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Periodical article Periodical article Leiden University catalogue Leiden University catalogue WorldCat catalogue WorldCat
Title:Part special issue: science and scandal in South Africa
Authors:Hodes, RebeccaISNI
Schumaker, LynISNI
Periodical:Journal of Southern African Studies (ISSN 1465-3893)
Geographic term:South Africa
public opinion
medical research
medical history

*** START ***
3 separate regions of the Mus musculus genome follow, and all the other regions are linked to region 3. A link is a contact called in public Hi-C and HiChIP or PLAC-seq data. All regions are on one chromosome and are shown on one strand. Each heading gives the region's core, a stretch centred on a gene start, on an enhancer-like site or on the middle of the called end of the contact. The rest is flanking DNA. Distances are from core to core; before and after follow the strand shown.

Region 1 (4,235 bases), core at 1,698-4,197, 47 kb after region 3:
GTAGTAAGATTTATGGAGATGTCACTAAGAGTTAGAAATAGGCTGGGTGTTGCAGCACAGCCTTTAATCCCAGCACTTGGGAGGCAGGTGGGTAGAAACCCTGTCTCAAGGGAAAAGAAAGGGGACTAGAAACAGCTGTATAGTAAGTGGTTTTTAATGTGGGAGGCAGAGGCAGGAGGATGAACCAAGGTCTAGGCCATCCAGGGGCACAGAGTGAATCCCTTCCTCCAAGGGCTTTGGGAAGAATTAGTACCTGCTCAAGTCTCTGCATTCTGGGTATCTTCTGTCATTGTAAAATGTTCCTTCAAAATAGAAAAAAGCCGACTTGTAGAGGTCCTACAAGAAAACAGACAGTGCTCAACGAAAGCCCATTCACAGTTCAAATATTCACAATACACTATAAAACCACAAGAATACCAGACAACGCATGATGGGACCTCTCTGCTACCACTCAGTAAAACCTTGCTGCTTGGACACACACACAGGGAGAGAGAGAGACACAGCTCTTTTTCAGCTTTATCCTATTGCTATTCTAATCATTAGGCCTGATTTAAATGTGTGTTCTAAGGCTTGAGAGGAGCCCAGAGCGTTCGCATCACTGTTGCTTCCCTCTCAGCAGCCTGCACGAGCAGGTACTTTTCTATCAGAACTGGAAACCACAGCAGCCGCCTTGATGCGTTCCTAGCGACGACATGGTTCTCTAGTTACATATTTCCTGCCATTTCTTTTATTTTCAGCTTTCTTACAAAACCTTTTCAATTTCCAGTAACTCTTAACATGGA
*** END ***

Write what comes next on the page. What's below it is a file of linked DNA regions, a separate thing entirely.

Abstract:South African cases in which science has become scandalous, conceived as a threat to the common good, necessitating exposure, censure and prohibition, are the focus of this part special issue which is based on the 'Science and Scandal' seminar series, hosted by the Institute for Humanities in Africa (Huma), University of Cape Town, in 2013. Articles explore the circumstances under which scientific authority has been contested, during times of public concern and professional scepticism. They engage with the conditions under which scientific research or claims to knowledge become controversial, even scandalous; the forms the controversies take; and their wider effects. They document how science, medicine and technologies have shaped popular imaginations, political agendas and public responses within the spheres of health, welfare and the environment. Contributions: Science and scandal in South Africa: introduction (Rebecca Hodes, Lyn Schumaker); Kink and the colony: sexual deviance in the medical history of South Africa, c. 1893-1939 (Rebecca Hodes); 'Are we going to stand by and let these children come into the world?': the impact of the 'Thalidomide disaster' in South Africa, 1960-1977 (Susanne M. Klausen, Julie Parle); Jackal narratives: predator control and contested ecologies in the Karoo, South Africa (Nicoli Nattrass, Beatrice Conradie); From 'dark country' to 'dark continent': AIDS, 'race', and medical research in the South African Medical Journal, 1980-1995 (Carla Tsampiras); Mobilising AID(S)? Contesting HIV as a social and economic resource among youth in South Africa's Eastern Cape (Beth Vale, Mildred Thabeng); The biometric imaginary: bureaucratic technopolitics in post-apartheid welfare (Kevin P. Donovan). Notes, ref., sum. [ASC Leiden abstract]